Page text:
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I have a project to develop an inventory system for a medical shop. Till date, I confronted simple requirements which were fulfilled with XML as the backend db. My interaction knowledge with XML is pretty-good and I can make almost anything with XML using LINQ-TO-XML.

Since, this is an inventory system, I am bit confused as to which database should I use. Can i stick with XML or proceed with SQL Server 2008. In case I use SQL Server, will I need to install the SQL Server on Client Machine as well. This is important information because SQL Server is a commercial product, hence i need to include this in my project estimation cost.

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Note that SQL Server 2008 Express Edition is free, with a few size limitations (10GB database, 1GB memory), but you probably shouldn't go past these on a desktop application anyway. –  Paul Stovell Sep 10 '11 at 13:36
    
Thanks Paul for letting me know the size limitations. This was unknown to me –  Pankaj Upadhyay Sep 10 '11 at 13:53
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2 Answers

up vote 7 down vote accepted

You don't need SQL Server. You can use any number of open source databases such as MySQL and PostgreSQL. There are others such as MongoDB, CouchDB, neo4j, etc, but you're not really in need of NoSQL solution (and imho, they have a little more of a learning curve as they aren't ORM friendly and still relatively new).

Depending on the size of the application, I might also recommend SQLite, which is a file-based database ;) However, I'd only recommend SQLite if you don't have a large number of concurrent users or a very large dataset. See this document for further reasons as to why to and not to use SQLite.

I would highly suggest not using XML for your back end solution as it isn't scalable and much more error prone than using a proper database solution.

Take a look at http://sqlite.phxsoftware.com/ for a managed wrapper for SQLite.

Side note: I haven't used C# in a number of years, so I may be missing something in terms of managed support outside of SQLite.

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I have downloaded a free software from HERE and curious to know which database type it uses. I can't find anything in it's installation or AppData/Local folder –  Pankaj Upadhyay Sep 10 '11 at 7:23
    
Can't help you there (don't have a Windows machine at home and I don't have wine installed atm). Why don't you ask them through their tech support? –  Demian Brecht Sep 10 '11 at 7:29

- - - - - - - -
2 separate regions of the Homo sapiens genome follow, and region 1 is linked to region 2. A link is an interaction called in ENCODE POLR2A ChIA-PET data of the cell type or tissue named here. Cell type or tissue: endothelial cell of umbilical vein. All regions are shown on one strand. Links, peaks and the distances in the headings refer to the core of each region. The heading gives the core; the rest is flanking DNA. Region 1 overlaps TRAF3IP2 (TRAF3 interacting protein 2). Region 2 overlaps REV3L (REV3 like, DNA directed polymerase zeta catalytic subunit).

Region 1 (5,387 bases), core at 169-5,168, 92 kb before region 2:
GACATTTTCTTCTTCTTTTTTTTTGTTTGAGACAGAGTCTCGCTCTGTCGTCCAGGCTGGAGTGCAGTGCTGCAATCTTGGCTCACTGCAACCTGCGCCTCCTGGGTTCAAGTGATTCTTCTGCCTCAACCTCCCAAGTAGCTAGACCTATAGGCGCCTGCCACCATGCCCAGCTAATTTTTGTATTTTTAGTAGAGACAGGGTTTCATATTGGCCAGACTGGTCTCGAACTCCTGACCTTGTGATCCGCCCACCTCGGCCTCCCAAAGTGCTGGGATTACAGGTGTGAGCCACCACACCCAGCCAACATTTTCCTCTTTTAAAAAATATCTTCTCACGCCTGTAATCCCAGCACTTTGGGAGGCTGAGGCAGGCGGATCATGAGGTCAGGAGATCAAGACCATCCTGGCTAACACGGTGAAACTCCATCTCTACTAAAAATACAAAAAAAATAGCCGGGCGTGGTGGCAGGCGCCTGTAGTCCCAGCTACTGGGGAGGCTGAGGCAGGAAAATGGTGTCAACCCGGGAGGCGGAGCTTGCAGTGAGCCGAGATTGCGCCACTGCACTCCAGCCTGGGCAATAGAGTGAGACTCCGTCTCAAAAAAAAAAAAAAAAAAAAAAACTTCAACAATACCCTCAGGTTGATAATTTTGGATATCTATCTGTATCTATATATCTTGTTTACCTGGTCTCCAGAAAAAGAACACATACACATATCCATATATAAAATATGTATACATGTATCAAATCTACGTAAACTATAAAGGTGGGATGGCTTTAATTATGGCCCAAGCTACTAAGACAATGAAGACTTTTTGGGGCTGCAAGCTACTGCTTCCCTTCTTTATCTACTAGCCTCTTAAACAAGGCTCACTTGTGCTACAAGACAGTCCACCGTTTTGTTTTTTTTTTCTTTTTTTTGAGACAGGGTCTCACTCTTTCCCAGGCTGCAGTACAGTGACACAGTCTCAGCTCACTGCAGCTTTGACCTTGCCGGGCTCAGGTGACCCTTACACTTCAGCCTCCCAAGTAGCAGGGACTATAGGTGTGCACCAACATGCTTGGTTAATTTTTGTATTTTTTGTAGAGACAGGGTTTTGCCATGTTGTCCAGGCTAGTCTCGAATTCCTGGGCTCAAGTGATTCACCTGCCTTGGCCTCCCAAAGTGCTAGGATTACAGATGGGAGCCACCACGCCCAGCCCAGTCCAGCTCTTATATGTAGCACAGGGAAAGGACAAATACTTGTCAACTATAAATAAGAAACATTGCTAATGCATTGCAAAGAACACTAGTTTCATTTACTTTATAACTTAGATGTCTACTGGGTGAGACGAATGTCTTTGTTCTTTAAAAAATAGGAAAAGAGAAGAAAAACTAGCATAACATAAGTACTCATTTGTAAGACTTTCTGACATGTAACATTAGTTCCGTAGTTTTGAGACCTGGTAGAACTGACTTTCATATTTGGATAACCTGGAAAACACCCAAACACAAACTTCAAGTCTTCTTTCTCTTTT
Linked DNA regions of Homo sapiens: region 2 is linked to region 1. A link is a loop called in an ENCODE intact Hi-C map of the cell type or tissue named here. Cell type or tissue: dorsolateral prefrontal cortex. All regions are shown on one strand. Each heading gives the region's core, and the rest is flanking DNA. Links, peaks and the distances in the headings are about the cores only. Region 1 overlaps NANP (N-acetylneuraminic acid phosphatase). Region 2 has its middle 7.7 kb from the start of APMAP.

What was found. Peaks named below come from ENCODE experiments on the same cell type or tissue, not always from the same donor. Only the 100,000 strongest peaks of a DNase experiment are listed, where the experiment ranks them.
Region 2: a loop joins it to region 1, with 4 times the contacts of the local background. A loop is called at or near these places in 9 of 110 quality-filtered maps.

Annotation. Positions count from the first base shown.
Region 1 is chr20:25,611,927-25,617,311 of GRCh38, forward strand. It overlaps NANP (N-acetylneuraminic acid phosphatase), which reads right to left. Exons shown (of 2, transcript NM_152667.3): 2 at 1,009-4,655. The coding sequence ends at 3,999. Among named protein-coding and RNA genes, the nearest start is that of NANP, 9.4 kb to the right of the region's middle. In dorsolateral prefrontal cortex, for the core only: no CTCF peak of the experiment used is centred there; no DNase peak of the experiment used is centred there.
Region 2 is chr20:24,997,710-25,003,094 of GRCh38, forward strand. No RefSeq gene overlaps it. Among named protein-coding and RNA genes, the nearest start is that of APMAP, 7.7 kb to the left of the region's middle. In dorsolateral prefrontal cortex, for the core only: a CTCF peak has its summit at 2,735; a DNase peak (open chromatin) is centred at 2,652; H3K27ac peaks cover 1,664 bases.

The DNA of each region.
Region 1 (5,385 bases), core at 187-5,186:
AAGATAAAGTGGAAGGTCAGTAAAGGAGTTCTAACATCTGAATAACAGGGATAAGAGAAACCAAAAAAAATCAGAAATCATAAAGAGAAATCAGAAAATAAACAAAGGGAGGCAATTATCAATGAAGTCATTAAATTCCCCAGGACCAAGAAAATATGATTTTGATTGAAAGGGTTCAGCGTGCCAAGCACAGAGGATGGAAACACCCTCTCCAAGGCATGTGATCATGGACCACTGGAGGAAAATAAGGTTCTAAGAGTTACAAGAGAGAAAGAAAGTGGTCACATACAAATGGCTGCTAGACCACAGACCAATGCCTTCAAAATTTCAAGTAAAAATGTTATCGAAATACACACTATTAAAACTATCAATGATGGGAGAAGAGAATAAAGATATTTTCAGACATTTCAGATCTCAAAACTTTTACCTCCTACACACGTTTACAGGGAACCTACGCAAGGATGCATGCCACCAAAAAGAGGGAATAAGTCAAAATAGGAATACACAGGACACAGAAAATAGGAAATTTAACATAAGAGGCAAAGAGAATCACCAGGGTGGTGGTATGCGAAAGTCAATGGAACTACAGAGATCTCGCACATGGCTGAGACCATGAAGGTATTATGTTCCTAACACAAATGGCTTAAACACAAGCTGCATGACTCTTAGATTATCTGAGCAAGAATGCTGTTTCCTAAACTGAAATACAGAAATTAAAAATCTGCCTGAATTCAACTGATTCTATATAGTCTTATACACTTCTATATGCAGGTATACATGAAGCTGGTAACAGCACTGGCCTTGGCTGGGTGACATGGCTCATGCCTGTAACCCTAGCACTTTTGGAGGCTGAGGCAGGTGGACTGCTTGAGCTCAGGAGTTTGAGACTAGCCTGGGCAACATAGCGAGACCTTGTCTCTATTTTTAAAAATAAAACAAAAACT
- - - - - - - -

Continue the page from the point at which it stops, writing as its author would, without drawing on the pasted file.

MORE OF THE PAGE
hmm....will give it a shot, if they are willing to tell....thanks –  Pankaj Upadhyay Sep 10 '11 at 7:31
    
No problem. I'd be willing to bet that if there's no server setup on your machine (I don't know of a way of automating a server setup through an installer) during the installation, it's either using MS Access or SQLite. –  Demian Brecht Sep 10 '11 at 7:37
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While your requirements are not very clear, here are some points you need to consider:

1-XML has no indexing mechanism, if you want to search by several criteria or join different data you can't

2-XML data is mainly plain text, it can be tampered with easier than a database

3-XML does not provide aggregate functions like SQL - So you will need to code aggregate functions, etc.

4-XML has no concurrency management, you work with a file not a row

5-User security and user rights need to be secured - This is usually handled via database or Windows integrated security

6-Most report generators require a data source that is either csv or a database (of course you can build a datatable or similar using XML and pass that to the report generator as an object, this depends on your selected tool)

7-Databases offer simple and generally quick backup.

8-You can add/remove columns from database with relative ease

9-Database offer consistency checks and constraints as well as transcriptional processing allowing you to rollback in case of errors.

10-Databases offer stored procedure that allows you to encapsulation server logic within them

11-Using a database, you can allow your user to enter dynamic sql queries instead of programming every possible report

As "Demian Brecht" suggested, you can use SQLLite, MySQL, SqlServer/SqlServer Express, SybaseAnyWhere, and the new "SQL Server Denali". This link may also help you: http://stackoverflow.com/questions/3630/sqlite-vs-mysql and XML vs SQL for small projects?

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